Expansion of the Broward Schools wireless networking is to be only provided with coordination provided by Broward Schools' Education Technology Services (ETS). Schools and Departments seeking to deploy or extend the reach of the wireless networking at their location should not install any non-standardized wireless access points. ETS reserves the right to deploy wireless networking equipment as a part of a campus-wide wireless service in District owned and rented spaces. This may require the removal of non-standard equipment. If any location installs any on standardized equipment which is utilized to inappropriately access any SBBC resources, those parties may be liable for damages. Exceptions for user deployed wireless networking equipment will be considered on a case-by-case basis.

To contact ETS about wireless networking, send an email to: Administrators, department staff, teachers, and students are not permitted to install their own wireless networking equipment. Wireless service requests which are denied can be appealed using the Technology Standards Waiver Process.Removal of non-standard equipment from service can be appealed to Broward Schools' Executive Director.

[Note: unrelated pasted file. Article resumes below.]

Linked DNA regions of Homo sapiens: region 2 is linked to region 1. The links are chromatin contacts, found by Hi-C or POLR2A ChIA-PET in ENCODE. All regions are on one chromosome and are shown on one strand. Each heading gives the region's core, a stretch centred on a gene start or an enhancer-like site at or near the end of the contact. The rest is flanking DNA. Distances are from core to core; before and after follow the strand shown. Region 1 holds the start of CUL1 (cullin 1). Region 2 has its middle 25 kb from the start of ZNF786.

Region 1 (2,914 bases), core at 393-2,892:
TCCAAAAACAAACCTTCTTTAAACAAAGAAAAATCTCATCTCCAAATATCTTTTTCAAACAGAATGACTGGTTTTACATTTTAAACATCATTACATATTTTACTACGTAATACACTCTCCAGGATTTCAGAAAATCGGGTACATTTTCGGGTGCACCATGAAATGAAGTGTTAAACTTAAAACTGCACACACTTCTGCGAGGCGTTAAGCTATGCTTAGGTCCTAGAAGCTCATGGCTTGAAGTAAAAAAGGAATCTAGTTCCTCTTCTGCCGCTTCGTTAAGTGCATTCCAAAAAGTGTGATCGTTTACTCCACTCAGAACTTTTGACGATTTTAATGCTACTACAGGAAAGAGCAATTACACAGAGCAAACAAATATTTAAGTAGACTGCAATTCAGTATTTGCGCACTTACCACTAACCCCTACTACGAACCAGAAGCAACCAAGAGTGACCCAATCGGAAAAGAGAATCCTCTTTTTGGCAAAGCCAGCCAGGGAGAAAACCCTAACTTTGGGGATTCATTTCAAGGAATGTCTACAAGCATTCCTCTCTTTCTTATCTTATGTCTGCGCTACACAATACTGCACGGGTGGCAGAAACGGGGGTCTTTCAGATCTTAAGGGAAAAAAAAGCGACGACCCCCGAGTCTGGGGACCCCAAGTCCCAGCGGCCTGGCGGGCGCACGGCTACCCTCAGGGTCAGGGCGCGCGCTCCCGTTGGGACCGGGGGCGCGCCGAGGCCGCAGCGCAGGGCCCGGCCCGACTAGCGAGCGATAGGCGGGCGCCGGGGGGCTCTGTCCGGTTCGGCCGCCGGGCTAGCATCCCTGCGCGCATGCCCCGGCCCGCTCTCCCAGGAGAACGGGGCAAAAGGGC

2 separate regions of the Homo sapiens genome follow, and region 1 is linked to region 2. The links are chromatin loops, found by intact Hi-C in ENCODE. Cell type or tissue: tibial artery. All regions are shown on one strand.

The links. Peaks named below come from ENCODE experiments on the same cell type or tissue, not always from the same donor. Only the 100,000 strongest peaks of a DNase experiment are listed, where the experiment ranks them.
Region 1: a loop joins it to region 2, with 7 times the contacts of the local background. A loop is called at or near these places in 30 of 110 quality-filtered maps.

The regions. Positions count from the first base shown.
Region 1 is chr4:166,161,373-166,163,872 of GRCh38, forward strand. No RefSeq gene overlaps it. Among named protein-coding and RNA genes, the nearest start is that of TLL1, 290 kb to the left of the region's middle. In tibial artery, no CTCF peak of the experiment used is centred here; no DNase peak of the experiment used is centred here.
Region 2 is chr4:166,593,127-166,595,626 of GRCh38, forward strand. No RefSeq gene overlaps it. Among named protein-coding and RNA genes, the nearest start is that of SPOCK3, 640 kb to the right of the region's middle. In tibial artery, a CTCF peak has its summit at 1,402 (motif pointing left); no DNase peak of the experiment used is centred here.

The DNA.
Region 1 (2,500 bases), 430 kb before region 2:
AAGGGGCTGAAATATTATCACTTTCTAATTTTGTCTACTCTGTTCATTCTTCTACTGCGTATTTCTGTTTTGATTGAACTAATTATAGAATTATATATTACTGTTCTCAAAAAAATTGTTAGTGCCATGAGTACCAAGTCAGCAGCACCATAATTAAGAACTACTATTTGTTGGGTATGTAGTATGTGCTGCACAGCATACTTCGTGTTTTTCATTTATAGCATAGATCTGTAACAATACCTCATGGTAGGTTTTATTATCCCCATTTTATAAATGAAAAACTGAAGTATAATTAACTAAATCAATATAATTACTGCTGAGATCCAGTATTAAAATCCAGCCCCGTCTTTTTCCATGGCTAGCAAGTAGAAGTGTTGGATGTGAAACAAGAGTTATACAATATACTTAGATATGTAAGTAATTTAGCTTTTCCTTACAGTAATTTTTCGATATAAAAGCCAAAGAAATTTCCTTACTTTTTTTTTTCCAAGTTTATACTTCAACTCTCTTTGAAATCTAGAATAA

Supported Deployment Model/Equipment and Configuration
All approved Broward Schools standard Wireless Access Points and switches are from the Cisco product line. This equipment must be purchased through normal SBBC purchasing procedures and be integrated with the District's Local Area Networks in accordance with all provisions of this standard deployment guide. Wireless networking equipment is to be purchased using SBBC RFP 29-015N-Group 1. Schools and Departments are no longer permitted to purchase non-approved access points including, but not limited to Apple Airports, D-Link, Netgear, RoamAbout, and Linksys equipment.
Failure to Comply
IT reserves the right to disconnect and remove any wireless network equipment from any District location when the configuration and/or the traffic supported by this network violates the practices set forth in this standard purchasing and deployment policy.